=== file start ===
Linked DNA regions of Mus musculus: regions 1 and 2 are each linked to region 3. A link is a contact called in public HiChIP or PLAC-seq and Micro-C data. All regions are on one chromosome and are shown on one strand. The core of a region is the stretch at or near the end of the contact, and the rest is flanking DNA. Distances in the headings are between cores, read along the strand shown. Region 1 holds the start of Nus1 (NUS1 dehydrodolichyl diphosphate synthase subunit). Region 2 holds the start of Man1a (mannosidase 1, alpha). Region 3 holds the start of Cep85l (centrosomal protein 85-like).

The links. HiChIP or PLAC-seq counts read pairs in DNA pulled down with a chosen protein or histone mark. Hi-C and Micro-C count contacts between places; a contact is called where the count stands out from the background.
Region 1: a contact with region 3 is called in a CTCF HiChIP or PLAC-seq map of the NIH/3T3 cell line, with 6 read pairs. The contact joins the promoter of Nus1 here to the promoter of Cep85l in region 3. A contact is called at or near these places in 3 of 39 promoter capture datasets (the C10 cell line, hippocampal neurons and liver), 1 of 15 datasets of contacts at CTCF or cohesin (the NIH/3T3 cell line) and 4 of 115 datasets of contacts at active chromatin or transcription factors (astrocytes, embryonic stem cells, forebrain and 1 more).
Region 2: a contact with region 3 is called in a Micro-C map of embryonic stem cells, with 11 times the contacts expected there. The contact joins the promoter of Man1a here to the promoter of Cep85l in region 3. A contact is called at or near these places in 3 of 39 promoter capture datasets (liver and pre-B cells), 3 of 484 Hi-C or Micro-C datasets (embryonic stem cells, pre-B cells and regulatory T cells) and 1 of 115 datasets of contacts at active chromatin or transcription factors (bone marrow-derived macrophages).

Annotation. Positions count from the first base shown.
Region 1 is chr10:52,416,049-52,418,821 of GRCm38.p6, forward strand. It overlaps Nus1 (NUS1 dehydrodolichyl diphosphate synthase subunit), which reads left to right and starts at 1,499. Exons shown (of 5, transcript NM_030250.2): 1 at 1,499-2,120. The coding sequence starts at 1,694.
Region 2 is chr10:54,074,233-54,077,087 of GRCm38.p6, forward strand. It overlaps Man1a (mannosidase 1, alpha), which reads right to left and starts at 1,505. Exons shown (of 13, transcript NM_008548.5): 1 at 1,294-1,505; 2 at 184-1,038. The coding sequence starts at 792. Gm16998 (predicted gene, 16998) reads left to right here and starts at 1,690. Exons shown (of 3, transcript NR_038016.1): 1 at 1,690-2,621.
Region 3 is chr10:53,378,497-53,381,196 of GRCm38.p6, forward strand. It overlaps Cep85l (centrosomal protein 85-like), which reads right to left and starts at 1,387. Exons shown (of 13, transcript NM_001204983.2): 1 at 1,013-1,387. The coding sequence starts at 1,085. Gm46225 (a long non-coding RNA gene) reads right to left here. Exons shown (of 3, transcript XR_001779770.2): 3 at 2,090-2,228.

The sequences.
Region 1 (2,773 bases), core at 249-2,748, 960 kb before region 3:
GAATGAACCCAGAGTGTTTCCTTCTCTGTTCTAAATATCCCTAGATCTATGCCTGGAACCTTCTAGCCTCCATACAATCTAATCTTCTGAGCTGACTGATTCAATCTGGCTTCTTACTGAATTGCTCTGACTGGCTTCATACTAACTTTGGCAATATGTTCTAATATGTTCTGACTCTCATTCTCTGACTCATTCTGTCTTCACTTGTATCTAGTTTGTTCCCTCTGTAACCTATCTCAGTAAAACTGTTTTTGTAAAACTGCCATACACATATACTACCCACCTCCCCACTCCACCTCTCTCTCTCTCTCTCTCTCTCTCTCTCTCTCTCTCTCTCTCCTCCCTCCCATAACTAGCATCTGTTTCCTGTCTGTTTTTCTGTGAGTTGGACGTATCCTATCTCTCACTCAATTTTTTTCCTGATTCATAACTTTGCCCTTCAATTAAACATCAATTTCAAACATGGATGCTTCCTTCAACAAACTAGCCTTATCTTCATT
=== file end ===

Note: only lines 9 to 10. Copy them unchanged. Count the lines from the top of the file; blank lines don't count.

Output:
The sequences.
Region 1 (2,773 bases), core at 249-2,748, 960 kb before region 3: